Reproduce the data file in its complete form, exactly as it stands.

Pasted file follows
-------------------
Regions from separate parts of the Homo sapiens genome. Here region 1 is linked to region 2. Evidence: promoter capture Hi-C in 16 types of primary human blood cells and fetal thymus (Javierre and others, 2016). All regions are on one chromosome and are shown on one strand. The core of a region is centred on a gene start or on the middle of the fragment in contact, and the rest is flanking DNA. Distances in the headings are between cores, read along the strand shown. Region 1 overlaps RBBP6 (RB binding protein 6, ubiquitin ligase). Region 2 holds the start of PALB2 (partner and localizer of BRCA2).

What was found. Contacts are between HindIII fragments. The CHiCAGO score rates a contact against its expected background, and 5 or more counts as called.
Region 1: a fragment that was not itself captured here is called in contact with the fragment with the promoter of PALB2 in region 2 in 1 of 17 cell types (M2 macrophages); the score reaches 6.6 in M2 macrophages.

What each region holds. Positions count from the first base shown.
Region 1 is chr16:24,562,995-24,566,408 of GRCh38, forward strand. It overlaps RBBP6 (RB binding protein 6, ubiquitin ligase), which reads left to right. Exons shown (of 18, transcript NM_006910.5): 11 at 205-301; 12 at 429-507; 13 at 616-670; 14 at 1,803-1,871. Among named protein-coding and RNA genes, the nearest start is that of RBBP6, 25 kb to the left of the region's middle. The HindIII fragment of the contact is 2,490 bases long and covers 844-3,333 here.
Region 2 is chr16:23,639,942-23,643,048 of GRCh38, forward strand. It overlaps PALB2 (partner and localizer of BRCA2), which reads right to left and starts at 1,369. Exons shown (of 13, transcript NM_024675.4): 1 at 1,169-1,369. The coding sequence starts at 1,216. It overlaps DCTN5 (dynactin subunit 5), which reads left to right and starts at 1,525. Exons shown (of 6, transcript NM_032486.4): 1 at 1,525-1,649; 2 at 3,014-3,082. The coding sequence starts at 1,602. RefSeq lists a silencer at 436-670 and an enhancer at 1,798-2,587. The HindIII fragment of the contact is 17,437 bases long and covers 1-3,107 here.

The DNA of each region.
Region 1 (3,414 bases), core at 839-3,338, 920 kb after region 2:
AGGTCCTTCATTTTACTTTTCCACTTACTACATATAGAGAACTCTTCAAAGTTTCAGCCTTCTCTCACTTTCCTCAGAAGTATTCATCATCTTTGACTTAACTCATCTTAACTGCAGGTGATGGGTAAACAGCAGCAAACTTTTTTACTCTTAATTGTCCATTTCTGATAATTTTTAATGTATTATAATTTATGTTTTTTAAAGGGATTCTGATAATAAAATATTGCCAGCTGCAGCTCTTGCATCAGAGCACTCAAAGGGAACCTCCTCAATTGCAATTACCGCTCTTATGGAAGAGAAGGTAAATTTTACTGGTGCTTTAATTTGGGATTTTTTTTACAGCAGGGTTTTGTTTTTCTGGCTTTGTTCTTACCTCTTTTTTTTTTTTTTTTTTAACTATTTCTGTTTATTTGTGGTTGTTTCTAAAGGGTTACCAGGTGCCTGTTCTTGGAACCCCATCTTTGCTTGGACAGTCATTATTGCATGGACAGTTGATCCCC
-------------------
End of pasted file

Regions from separate parts of the Homo sapiens genome. Here region 1 is linked to region 2. Evidence: promoter capture Hi-C in 16 types of primary human blood cells and fetal thymus (Javierre and others, 2016). All regions are on one chromosome and are shown on one strand. The core of a region is centred on a gene start or on the middle of the fragment in contact, and the rest is flanking DNA. Distances in the headings are between cores, read along the strand shown. Region 1 overlaps RBBP6 (RB binding protein 6, ubiquitin ligase). Region 2 holds the start of PALB2 (partner and localizer of BRCA2).

What was found. Contacts are between HindIII fragments. The CHiCAGO score rates a contact against its expected background, and 5 or more counts as called.
Region 1: a fragment that was not itself captured here is called in contact with the fragment with the promoter of PALB2 in region 2 in 1 of 17 cell types (M2 macrophages); the score reaches 6.6 in M2 macrophages.

What each region holds. Positions count from the first base shown.
Region 1 is chr16:24,562,995-24,566,408 of GRCh38, forward strand. It overlaps RBBP6 (RB binding protein 6, ubiquitin ligase), which reads left to right. Exons shown (of 18, transcript NM_006910.5): 11 at 205-301; 12 at 429-507; 13 at 616-670; 14 at 1,803-1,871. Among named protein-coding and RNA genes, the nearest start is that of RBBP6, 25 kb to the left of the region's middle. The HindIII fragment of the contact is 2,490 bases long and covers 844-3,333 here.
Region 2 is chr16:23,639,942-23,643,048 of GRCh38, forward strand. It overlaps PALB2 (partner and localizer of BRCA2), which reads right to left and starts at 1,369. Exons shown (of 13, transcript NM_024675.4): 1 at 1,169-1,369. The coding sequence starts at 1,216. It overlaps DCTN5 (dynactin subunit 5), which reads left to right and starts at 1,525. Exons shown (of 6, transcript NM_032486.4): 1 at 1,525-1,649; 2 at 3,014-3,082. The coding sequence starts at 1,602. RefSeq lists a silencer at 436-670 and an enhancer at 1,798-2,587. The HindIII fragment of the contact is 17,437 bases long and covers 1-3,107 here.

The DNA of each region.
Region 1 (3,414 bases), core at 839-3,338, 920 kb after region 2:
AGGTCCTTCATTTTACTTTTCCACTTACTACATATAGAGAACTCTTCAAAGTTTCAGCCTTCTCTCACTTTCCTCAGAAGTATTCATCATCTTTGACTTAACTCATCTTAACTGCAGGTGATGGGTAAACAGCAGCAAACTTTTTTACTCTTAATTGTCCATTTCTGATAATTTTTAATGTATTATAATTTATGTTTTTTAAAGGGATTCTGATAATAAAATATTGCCAGCTGCAGCTCTTGCATCAGAGCACTCAAAGGGAACCTCCTCAATTGCAATTACCGCTCTTATGGAAGAGAAGGTAAATTTTACTGGTGCTTTAATTTGGGATTTTTTTTACAGCAGGGTTTTGTTTTTCTGGCTTTGTTCTTACCTCTTTTTTTTTTTTTTTTTTAACTATTTCTGTTTATTTGTGGTTGTTTCTAAAGGGTTACCAGGTGCCTGTTCTTGGAACCCCATCTTTGCTTGGACAGTCATTATTGCATGGACAGTTGATCCCC